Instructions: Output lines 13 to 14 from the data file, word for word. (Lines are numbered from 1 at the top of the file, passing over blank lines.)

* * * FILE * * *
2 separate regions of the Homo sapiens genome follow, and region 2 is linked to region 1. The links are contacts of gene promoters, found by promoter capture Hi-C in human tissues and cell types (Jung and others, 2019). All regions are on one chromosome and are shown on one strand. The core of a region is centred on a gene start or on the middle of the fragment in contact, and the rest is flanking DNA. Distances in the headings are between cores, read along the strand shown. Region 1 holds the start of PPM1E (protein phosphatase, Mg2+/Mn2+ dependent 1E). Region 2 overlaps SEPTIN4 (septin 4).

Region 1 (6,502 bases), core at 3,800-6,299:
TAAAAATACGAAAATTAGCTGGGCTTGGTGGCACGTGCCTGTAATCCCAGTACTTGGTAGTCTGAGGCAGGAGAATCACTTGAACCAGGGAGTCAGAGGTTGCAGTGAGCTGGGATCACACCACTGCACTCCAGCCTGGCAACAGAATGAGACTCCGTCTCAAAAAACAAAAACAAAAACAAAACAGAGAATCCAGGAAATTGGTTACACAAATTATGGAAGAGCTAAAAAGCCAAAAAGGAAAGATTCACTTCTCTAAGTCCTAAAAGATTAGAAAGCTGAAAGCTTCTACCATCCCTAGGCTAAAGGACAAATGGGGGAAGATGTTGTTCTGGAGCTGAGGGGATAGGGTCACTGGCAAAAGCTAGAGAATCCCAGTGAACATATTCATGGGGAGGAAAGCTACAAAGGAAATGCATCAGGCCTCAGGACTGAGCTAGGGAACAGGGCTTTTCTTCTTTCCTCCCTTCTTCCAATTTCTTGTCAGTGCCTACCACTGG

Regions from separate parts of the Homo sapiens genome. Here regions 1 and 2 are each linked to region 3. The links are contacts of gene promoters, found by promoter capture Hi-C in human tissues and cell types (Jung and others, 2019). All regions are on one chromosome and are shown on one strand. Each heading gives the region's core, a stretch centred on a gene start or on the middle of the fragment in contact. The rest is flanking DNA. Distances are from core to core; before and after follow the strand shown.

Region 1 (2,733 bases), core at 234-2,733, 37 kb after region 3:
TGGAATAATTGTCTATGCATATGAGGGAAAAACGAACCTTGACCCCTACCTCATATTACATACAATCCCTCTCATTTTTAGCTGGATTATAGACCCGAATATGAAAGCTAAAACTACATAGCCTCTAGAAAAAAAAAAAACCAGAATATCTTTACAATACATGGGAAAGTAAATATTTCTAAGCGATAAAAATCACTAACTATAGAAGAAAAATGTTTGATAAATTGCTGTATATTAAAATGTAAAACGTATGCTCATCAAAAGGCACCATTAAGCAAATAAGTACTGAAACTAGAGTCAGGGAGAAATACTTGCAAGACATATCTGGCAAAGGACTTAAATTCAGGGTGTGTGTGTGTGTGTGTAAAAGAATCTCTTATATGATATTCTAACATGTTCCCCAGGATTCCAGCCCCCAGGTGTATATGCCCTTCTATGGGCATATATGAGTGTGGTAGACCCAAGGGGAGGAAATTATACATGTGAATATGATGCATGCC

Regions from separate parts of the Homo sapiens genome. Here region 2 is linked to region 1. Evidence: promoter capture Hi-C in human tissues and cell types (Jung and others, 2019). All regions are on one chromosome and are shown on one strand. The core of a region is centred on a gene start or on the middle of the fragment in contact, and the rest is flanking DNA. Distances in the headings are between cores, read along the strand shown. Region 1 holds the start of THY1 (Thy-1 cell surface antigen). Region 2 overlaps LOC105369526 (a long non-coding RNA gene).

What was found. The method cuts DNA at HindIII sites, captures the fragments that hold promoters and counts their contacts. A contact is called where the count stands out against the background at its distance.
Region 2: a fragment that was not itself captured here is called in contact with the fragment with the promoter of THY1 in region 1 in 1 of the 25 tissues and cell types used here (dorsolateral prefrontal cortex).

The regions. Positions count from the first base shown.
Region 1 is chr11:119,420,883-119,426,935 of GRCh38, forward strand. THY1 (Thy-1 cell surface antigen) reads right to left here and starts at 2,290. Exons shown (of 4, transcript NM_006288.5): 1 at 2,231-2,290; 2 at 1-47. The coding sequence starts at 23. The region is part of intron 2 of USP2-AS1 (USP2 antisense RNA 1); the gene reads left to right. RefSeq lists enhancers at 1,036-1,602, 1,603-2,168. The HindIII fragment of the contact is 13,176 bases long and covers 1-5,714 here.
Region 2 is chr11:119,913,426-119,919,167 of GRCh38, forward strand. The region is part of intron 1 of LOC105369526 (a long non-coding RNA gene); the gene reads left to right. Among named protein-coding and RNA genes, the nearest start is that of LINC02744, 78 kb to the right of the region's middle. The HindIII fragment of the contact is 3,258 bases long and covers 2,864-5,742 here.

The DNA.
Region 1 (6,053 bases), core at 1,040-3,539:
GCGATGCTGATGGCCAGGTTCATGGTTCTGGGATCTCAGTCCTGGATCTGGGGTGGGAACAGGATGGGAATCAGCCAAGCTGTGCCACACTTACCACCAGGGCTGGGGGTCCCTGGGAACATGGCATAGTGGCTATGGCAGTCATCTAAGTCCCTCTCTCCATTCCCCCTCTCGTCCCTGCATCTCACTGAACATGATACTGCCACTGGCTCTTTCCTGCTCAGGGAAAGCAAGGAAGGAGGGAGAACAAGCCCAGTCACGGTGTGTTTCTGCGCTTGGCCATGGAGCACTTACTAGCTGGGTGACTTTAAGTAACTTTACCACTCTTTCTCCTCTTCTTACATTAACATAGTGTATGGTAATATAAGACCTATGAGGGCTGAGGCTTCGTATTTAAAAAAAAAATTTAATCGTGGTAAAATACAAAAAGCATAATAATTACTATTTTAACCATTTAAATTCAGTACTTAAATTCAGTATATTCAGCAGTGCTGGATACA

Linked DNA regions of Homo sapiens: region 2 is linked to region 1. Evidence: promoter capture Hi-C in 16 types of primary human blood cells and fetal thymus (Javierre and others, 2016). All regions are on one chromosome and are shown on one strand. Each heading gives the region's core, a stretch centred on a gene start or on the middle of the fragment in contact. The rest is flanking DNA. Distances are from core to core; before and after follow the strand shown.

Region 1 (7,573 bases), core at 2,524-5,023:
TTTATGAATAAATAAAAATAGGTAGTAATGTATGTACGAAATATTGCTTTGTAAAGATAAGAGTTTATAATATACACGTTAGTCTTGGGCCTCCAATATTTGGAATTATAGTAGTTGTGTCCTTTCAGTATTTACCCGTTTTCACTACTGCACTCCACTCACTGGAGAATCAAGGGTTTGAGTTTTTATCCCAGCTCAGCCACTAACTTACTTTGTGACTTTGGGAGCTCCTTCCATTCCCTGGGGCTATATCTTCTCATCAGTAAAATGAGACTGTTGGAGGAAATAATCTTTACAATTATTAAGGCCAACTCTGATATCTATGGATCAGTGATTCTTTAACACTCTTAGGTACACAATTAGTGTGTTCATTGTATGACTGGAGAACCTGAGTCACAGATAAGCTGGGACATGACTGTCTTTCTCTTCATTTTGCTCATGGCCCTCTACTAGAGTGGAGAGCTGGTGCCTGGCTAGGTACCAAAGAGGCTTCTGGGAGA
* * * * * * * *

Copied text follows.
The DNA.
Region 1 (6,053 bases), core at 1,040-3,539: